I finally bought one, a heart rate monitor, and I must say that it did teach me some things about my running.
I’ve been hesitant to buy a heart rate monitor, because I’m not really able to train within heart rate zones. My heart rate keeps going up while running, which makes it almost impossible to stay within a certain zone. But eventually I got curious about my heart rate while running (I knew it was high, but not exactly how high), so I decided to buy one after all.
I bought a Wahoo TICKR, an easy to use heart rate monitor. The only problem was that my smartphone did not have the smart bluetooth that is required to use the device (there is no watch, you have to connect it to your phone). Turns out I couldn’t update the Android version of my phone, since my phone was already 2+ years old. So I ended up buying a new phone, since the old one was already getting a bit too old anyway. But if you already have a phone with smart bluetooth you’ll be fine using the Wahoo TICKR. It’s easy to work with and quickly connects to your smartphone. Although, I did notice the GPS of the Wahoo Fitness app was not that accurate, so I decided to keep using Runkeeper instead. The Runkeeper app and Wahoo TICKR work really well together.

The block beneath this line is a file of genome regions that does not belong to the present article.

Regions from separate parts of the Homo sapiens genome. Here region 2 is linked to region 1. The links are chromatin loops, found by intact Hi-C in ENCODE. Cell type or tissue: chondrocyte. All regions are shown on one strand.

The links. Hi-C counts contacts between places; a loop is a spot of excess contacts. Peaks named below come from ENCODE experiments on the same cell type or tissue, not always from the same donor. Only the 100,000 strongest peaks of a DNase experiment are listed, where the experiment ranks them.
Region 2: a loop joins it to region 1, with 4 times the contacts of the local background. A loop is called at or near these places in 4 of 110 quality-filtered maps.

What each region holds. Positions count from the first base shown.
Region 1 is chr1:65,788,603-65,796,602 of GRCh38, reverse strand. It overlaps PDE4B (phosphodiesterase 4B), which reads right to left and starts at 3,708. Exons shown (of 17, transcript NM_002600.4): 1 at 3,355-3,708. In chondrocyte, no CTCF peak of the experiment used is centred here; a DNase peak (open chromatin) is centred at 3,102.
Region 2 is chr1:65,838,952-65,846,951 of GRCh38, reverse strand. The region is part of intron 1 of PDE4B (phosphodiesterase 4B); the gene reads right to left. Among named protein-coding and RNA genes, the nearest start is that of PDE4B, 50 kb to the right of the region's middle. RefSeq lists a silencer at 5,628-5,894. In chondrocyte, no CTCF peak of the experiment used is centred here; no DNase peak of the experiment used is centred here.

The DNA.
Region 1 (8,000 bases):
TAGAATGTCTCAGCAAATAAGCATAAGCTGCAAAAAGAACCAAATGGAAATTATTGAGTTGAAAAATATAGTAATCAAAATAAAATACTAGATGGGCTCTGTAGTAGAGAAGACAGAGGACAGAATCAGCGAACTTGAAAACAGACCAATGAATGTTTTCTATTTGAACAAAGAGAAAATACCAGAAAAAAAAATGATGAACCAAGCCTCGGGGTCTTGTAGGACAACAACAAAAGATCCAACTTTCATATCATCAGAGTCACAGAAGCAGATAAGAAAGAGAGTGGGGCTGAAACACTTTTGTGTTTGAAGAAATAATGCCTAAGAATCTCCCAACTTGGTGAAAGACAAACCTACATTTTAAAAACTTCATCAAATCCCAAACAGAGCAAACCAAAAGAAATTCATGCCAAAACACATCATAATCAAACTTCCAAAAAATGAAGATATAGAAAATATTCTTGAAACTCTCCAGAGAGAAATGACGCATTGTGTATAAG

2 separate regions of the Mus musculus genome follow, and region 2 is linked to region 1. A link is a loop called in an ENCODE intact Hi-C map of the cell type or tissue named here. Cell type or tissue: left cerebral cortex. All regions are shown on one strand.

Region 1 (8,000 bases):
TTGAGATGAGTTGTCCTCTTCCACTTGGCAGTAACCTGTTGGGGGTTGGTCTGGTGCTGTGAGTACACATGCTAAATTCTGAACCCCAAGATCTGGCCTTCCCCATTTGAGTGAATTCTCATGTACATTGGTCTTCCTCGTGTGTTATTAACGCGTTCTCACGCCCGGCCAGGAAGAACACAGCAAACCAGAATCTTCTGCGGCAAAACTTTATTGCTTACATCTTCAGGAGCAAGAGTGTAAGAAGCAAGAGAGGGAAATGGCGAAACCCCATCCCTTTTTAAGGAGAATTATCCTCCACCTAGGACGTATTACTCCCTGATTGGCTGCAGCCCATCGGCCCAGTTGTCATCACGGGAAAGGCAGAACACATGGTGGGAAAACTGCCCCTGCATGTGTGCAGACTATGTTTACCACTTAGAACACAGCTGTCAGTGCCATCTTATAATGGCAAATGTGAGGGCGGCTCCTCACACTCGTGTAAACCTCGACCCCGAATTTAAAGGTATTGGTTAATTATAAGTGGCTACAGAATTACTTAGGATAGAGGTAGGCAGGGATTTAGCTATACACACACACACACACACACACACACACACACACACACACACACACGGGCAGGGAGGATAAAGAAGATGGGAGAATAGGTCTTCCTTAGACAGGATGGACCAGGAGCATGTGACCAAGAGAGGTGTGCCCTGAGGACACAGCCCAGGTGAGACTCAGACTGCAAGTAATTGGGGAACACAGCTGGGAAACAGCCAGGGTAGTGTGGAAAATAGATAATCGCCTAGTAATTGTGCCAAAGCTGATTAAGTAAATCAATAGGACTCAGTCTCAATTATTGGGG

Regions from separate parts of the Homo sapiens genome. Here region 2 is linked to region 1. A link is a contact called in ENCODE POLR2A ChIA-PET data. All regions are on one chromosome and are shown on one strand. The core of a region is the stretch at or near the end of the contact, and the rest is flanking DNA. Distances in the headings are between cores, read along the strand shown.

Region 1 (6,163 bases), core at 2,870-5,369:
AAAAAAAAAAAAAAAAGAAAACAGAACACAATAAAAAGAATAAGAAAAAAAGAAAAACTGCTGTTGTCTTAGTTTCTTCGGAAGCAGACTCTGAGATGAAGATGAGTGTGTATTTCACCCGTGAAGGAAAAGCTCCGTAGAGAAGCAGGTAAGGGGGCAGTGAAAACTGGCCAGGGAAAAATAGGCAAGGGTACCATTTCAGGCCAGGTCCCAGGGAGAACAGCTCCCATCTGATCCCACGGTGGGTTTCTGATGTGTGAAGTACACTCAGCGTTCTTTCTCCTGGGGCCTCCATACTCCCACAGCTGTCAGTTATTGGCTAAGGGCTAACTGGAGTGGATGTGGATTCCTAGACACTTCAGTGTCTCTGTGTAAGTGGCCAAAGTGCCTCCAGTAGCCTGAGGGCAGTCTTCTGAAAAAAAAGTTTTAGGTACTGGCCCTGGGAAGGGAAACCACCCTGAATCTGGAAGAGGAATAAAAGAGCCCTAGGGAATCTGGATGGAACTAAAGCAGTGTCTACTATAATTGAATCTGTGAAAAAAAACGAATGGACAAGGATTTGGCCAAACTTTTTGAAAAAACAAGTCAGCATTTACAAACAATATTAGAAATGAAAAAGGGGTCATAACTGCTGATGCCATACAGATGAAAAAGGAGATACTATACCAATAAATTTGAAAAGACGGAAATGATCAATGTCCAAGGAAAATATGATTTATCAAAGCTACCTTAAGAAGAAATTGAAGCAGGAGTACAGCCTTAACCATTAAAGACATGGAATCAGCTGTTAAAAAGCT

My new Android phone also seems to have a more accurate GPS, thus my Runkeeper stats also became more accurate. I’ve learned that my running pace while running is a little faster than I though it was, around 5:00 min/km. But I have to walk half the time to get my heart rate down again. Thus, half the time my pace is around 12:00 min/km. Which makes for a average of between 8:00 min/km and 8:30 min/km.
Since having a heart rate monitor I now know how high my heart rate gets while running and I was also able to make a better estimation of how many calories I burn. I’ve noticed that on fast runs I reach my maximum heart rate of around 212. When my run is a bit slower it will stay just short of 200. My average heart rate on a run is between 185-195. The problem is that while running it is almost impossible to stay under my threshold of 195, which makes it hard to keep running and I have to walk to get my heart rate down again. Basically I’m just doing interval training all the time.
Since I now know my average heart rate while running and I already knew my VO2Max from my sports check-up last year, I was able to make a decent estimation of how many calories I burn on a 10 K run. A 10 K training run will take me between 85 and 90 minutes (races will be faster of course) and in that time I will burn around 1,200 calories. Someone my age and size would burn that same amount of calories during a half marathon, just because they have a much lower heart rate and thus burn less calories and are able to keep running. This also explains why I sometimes run out of energy on my 10 K runs, 1,200 calories is a lot!